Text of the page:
So, if you are about to fix some Inox Bim wall cabinet on the wall, know that in a few centuries your kitchen could become popular as a sort of fascinating enigma!


Some dishes have to be served on heated plates. And we all know the main reason is that by doing so, they will cool down slower.

And why is that? Thermodynamics, what else?

More precisely, it depends on the “heat capacity” of the plate. That is to say: the amount of heat necessary to change the temperature of a unit of mass of a certain substance.

Now, restaurant dishes are generally made of ceramic, a material with a good heat capacity (it can absorb heat without changing quicky its temperature). Long story short: it can keep the temperature constant for longer, absorbing less heat from the food.

In conclusion, to calculate the temperature for optimal service, it would be enough just to keep in mind the temperature at which the food should be eaten, the initial temperature the food has when it is put on the plate (along, obviously, with the average temperature of the latter), an estimate of the time needed to consume the food, the surrounding air temperature (and perhaps the relative humidity rate, if you want to be fussy), and obviously the specific heat (given by the ratio between heat capacity and mass) of both plate and food.

Or just trust me. Heat the dishes and the food will cool more slowly!

PS: I recommend you do it with Inox Bim heated cupboards. In a completely disinterested way, huh?


Have you ever heard of an Italian Punk-Rock Band named Skiantos?

Well… if you’re not Italian, or not into punk, you might probably not.

But there’s a fun fact.

During a Rock Festival held in Bologna (Italy) in April 1979, they brought on stage a functional kitchen, a table, a TV and a fridge. They set the table, they cooked spaghetti and then ate it, without actually playing anything.

The audience protested loudly, but the frontman, Roberto Antoni, shouted at them:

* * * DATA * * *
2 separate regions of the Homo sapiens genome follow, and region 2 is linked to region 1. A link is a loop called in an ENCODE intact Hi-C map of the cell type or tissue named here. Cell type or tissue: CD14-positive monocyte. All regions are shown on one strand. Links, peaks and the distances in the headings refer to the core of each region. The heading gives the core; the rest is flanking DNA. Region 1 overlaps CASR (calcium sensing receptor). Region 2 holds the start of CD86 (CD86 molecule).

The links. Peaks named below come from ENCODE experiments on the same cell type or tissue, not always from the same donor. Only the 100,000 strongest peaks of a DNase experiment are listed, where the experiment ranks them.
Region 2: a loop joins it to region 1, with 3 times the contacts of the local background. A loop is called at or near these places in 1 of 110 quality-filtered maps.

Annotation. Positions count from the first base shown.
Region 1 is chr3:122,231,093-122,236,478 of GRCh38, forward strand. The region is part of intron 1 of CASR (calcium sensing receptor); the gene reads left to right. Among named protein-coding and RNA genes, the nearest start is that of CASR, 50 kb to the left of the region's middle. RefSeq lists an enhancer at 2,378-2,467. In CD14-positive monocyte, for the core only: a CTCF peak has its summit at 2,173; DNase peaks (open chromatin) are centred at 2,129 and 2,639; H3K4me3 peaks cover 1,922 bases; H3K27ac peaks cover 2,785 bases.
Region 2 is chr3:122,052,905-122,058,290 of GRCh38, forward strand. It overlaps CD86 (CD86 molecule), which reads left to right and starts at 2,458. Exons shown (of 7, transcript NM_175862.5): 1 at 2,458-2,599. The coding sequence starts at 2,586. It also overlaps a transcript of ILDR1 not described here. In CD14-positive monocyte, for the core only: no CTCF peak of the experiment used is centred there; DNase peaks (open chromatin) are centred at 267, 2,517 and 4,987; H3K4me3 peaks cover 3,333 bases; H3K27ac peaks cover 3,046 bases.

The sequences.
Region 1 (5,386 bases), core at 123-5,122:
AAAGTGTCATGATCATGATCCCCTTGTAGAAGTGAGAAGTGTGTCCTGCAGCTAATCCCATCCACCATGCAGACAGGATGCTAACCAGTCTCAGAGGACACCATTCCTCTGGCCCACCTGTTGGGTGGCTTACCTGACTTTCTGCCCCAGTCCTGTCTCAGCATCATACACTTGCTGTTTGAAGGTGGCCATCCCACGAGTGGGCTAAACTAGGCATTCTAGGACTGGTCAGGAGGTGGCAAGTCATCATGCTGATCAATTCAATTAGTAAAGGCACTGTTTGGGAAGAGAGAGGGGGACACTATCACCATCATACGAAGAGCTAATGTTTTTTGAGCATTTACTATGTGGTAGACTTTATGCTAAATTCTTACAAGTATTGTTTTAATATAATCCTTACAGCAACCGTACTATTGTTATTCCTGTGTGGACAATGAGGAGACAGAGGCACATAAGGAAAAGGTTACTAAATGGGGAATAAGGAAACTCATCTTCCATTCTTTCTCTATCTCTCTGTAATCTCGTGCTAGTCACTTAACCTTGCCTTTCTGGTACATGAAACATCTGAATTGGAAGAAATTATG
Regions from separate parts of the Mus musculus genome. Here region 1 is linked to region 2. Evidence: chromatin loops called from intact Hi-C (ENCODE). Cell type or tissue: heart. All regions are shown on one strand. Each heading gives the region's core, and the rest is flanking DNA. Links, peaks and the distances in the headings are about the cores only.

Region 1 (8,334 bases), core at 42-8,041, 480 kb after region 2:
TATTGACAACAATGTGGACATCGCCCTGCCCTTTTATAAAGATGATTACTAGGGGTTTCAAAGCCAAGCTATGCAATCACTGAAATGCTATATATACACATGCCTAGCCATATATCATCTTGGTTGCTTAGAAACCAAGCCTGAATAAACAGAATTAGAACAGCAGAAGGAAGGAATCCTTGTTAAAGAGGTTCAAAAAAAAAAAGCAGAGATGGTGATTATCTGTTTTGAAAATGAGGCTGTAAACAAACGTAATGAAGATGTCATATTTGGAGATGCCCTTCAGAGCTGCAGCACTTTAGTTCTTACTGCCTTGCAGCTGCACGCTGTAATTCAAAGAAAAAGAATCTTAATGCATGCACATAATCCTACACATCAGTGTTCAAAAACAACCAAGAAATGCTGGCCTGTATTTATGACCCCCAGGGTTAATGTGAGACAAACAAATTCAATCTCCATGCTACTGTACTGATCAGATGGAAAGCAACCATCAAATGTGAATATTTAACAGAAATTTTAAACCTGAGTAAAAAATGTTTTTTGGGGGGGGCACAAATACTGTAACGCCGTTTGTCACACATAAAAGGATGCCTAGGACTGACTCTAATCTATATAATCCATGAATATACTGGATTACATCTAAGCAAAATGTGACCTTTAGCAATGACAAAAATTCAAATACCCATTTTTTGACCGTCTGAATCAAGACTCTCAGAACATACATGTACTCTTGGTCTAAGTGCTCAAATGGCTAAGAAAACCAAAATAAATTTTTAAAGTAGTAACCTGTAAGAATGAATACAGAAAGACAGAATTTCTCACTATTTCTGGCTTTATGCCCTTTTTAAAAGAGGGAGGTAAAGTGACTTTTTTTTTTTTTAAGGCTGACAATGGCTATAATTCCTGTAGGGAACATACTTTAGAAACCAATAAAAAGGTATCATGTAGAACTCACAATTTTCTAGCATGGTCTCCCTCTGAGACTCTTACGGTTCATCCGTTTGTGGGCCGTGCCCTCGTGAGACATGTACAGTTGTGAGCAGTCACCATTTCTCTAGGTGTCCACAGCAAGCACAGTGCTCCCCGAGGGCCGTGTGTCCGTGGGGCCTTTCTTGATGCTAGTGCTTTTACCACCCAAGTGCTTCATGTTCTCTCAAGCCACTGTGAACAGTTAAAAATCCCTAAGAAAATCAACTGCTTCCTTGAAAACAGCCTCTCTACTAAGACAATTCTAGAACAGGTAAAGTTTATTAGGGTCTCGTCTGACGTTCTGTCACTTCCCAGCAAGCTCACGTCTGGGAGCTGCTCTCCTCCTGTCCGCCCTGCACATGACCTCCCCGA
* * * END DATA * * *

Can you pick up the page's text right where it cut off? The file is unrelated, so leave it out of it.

You don’t understand a f***ing thing: this is avant-garde! Avant-garde, you pieces-of-s**t!

And the moral of the story is: there’s never an inappropriate time to cook spaghetti and to enjoy them!

So, make sure you have the Inox Bim stainless steel folding tables, the best for cooking outside!


“He (the cook) is an artist, but his art is not cleanliness. (…) When a steak, for instance, is brought up for the head cook’s inspection, he does not handle it with a fork. He picks it up in his fingers and slaps it down, runs his thumb round the dish and licks it to taste the gravy, runs it round and licks again, then steps back and contemplates the piece of meat like an artist judging a picture, then presses it lovingly into place with his fat, pink fingers, every one of which he has licked a hundred times that morning. When he is satisfied, he takes a cloth and wipes his fingerprints from the dish, and hands it to the waiter. And the waiter, of course, dips his fingers into the gravy—his nasty, greasy fingers which he is for ever running through his brilliantined hair. Whenever one pays more than, say, ten francs for a dish of meat in Paris, one may be certain that it has been fingered in this manner. In very cheap restaurants it is different; there, the same trouble is not taken over the food, and it is just forked out of the pan and flung on to a plate, without handling. Roughly speaking, the more one pays for food, the more sweat and spittle one is obliged to eat with it.”